Alcohol can create unwanted and even dangerous side effects when combined with specific prescription and over-the-counter medications. Aspirin is one commonly used medication that may interact adversely with alcohol. Aspirin is in a class of drugs known as salicylates and is used to reduce pain, inflammation, and fever. Aspirin also impedes blood clotting and is commonly used to help prevent blood clots.
Aspirin can have several adverse and potentially life-threatening side effects when combined with alcohol. The potential interactions of taking aspirin with alcohol and aspirin are primarily related to the comparable actions of both substances.
Side Effects of Combining Aspirin and Alcohol
Several side effects can occur from mixing alcohol and aspirin. Alcohol on its own affects the liver adversely and increases the risk of several forms of liver disease. Aspirin on its own can result in liver damage, especially in higher amounts, and may also lead to an increased risk of bleeding. These side effects can be severe and dangerous, and in some cases, even lethal.
Increased Toxicity of Aspirin and Alcohol
The liver plays a major role in processing both aspirin and alcohol. When these substances are combined, the liver can’t process either as efficiently as it could if either were used independently. Because of this, when alcohol and aspirin are used together, the amount of each substance that remains in the blood is higher than it would be if only one were consumed.
The reduced ability of the liver to process aspirin and alcohol in combination can also result in a regular dose of aspirin to induce increased side effects and increase the risk of toxicity, which can also lead to the following:
- More alcohol from each drink being retained in the blood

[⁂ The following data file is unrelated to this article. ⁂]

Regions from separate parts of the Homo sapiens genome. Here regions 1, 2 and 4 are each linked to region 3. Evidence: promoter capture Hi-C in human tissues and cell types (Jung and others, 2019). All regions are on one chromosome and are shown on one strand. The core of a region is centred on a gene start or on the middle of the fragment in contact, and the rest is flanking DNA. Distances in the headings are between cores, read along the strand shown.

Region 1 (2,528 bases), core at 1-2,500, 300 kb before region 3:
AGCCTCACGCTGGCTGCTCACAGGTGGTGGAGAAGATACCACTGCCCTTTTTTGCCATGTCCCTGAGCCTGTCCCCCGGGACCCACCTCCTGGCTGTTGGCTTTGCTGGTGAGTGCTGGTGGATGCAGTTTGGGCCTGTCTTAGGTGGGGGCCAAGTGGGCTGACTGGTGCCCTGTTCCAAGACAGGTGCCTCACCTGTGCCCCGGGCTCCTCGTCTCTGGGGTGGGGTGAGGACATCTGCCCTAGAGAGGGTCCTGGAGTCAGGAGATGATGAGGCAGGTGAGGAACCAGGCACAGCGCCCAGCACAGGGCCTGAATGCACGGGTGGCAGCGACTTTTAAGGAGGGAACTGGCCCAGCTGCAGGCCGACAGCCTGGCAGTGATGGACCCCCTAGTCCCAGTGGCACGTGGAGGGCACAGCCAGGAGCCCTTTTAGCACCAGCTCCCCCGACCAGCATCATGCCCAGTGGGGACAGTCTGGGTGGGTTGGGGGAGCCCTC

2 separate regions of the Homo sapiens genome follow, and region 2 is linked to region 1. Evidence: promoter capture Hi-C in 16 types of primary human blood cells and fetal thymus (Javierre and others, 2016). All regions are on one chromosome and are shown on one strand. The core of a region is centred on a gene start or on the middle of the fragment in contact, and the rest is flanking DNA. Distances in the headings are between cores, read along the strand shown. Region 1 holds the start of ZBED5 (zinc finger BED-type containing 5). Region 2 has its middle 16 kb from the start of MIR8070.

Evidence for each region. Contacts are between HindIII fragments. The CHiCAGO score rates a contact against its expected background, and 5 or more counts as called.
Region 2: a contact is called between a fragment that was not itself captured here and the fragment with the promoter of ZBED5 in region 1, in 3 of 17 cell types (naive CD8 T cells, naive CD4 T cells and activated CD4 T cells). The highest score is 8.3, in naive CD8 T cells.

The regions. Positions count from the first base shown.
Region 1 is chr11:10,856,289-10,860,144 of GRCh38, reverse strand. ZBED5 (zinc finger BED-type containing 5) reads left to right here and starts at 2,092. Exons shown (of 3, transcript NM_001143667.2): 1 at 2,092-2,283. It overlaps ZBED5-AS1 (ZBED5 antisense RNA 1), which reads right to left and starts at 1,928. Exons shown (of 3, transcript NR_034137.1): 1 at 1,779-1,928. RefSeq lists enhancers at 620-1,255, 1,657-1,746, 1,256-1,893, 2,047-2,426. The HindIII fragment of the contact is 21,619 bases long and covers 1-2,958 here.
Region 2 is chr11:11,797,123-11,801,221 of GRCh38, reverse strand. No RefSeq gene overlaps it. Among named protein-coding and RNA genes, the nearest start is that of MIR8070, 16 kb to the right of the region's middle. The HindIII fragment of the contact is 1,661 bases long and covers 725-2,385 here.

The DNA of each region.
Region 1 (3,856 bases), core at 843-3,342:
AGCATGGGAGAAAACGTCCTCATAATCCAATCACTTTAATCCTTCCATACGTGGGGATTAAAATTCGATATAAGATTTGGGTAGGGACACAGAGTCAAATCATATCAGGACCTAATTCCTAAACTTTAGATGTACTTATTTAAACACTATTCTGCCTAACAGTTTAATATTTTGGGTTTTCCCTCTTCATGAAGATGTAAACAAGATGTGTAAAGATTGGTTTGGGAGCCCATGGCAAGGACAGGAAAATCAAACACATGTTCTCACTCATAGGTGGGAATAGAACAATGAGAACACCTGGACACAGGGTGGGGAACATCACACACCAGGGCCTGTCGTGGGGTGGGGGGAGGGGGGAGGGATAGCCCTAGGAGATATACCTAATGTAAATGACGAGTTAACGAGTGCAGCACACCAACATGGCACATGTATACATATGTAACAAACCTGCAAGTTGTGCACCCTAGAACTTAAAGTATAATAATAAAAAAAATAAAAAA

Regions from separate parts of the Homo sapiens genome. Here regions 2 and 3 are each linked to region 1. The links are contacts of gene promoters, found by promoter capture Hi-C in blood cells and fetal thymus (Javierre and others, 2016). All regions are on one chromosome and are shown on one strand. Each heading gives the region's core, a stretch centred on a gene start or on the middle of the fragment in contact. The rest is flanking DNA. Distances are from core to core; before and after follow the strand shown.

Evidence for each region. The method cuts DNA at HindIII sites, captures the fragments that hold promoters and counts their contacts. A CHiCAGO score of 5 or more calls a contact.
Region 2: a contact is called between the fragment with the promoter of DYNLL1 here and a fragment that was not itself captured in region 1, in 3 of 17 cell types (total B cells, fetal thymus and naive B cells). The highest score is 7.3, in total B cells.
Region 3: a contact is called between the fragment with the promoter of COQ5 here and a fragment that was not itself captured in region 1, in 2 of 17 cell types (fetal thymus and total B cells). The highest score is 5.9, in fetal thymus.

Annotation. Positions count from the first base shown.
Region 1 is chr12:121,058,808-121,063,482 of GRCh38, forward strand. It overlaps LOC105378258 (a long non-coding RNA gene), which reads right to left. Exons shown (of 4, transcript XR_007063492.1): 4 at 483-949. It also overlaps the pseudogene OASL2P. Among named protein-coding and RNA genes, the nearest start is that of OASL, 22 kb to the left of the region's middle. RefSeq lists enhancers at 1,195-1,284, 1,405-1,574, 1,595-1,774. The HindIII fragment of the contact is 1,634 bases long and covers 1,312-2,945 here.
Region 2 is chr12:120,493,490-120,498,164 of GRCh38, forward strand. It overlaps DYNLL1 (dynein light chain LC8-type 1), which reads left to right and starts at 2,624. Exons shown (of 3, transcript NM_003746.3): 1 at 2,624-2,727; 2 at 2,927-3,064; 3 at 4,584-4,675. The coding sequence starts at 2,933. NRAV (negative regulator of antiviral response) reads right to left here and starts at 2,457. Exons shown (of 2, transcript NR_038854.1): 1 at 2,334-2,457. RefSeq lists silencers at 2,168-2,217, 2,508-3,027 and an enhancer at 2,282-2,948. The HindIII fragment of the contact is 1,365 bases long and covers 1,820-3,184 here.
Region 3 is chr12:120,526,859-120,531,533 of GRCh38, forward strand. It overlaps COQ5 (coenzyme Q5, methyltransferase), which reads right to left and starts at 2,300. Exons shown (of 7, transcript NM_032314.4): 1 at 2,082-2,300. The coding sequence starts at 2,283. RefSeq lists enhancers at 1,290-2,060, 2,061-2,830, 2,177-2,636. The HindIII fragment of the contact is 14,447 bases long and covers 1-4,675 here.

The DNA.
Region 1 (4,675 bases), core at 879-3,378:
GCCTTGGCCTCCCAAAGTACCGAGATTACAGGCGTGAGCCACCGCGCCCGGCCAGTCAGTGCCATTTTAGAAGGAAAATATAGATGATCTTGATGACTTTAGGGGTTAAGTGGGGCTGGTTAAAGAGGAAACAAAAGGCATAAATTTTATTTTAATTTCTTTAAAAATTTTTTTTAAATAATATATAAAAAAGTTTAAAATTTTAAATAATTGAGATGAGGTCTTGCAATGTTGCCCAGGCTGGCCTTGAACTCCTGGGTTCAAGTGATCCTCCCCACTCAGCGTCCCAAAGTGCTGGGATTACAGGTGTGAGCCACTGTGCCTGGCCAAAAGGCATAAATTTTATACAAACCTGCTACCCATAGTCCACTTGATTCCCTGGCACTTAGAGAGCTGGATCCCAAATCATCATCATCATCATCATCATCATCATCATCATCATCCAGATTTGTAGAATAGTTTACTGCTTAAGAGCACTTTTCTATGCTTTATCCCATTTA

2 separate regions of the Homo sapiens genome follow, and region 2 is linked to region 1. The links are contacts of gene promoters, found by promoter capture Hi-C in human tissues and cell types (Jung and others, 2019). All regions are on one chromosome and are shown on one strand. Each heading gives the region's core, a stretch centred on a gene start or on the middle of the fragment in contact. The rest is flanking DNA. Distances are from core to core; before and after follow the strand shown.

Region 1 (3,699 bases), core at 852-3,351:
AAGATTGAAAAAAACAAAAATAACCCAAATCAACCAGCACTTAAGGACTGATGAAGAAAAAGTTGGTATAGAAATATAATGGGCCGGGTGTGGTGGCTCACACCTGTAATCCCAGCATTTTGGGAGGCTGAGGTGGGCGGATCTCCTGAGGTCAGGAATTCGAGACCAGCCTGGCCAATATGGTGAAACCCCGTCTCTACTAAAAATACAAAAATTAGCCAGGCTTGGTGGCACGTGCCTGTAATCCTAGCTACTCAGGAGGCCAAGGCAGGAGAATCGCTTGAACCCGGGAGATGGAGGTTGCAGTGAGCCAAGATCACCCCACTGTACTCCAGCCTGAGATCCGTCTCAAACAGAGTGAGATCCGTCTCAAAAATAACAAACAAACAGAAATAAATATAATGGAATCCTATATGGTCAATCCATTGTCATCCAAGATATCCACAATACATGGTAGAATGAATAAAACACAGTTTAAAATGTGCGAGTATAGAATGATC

- Increased risk of alcohol overdose or intoxication compared to what would otherwise be expected
- Increased risk of driving impairment as the blood alcohol concentration (BAC) will be higher in association with the same number of drinks
Increased Risk of Internal Bleeding
Among the potential side effects of taking aspirin is the risk of bleeding in the stomach and intestines. Using alcohol with aspirin increases this risk. This internal bleeding could be so minor that it is impossible to tell initially, but it can become life-threatening in some cases.
Increased Risk of Liver Damage
Alcohol and aspirin both put stress on the liver and can cause damage independently. Moreover, combining alcohol and aspirin increases the risk of liver damage. When these two substances are used in conjunction over a prolonged period, this damage may become irreversible and lead to other complications or even death.
How Long to Wait Being Using Aspirin After Drinking
There are no expert recommendations on exactly how long a person should wait between aspirin and alcohol intake. There are many factors at play that can affect potential interactions, such as how much of each substance is used and individual biology. However, some research has suggested it’s best to space out aspirin and alcohol consumption as much as possible to avoid alcohol poisoning.
For example, in one small study, five people who had taken 1000 mg of aspirin one hour before drinking alcohol had a much higher BAC than subjects who consumed the same amount but didn’t use aspirin. The mechanism that leads to this effect was believed to be that aspirin may increase the bioavailability of ingested ethanol in humans, possibly by reducing ethanol oxidation by gastric alcohol dehydrogenase (an enzyme).
Moreover, if you plan on drinking alcohol in the evening, take the aspirin-based medication as soon as you wake up in the morning. Doing so may reduce the risk of adverse effects, even for those taking on an extended-release formula.
How to Get Help for Alcoholism
Individuals struggling with alcohol abuse or using alcohol with medications or other substances, even when they know it could be dangerous, are urged to consider seeking professional help.
Just Believe Detox and Just Believe Recovery have helped many individuals overcome alcohol addiction and cultivate new, sober lives. Our state-of-the-art facilities offer a substance-free, supportive, and state environment for those we treat.
Using a comprehensive approach, we offer residential and intensive outpatient programs comprised of a variety of therapies and enjoyable activities that include, but are not limited to, the following:
- Medically-assisted detox
- Behavioral therapy
- Individual counseling
- Group therapy
- Relapse prevention
- Peer support groups
- Dual diagnosis
- Mindfulness meditation
- Substance abuse education
- Health and wellness education
- Aftercare planning
- Alumni activities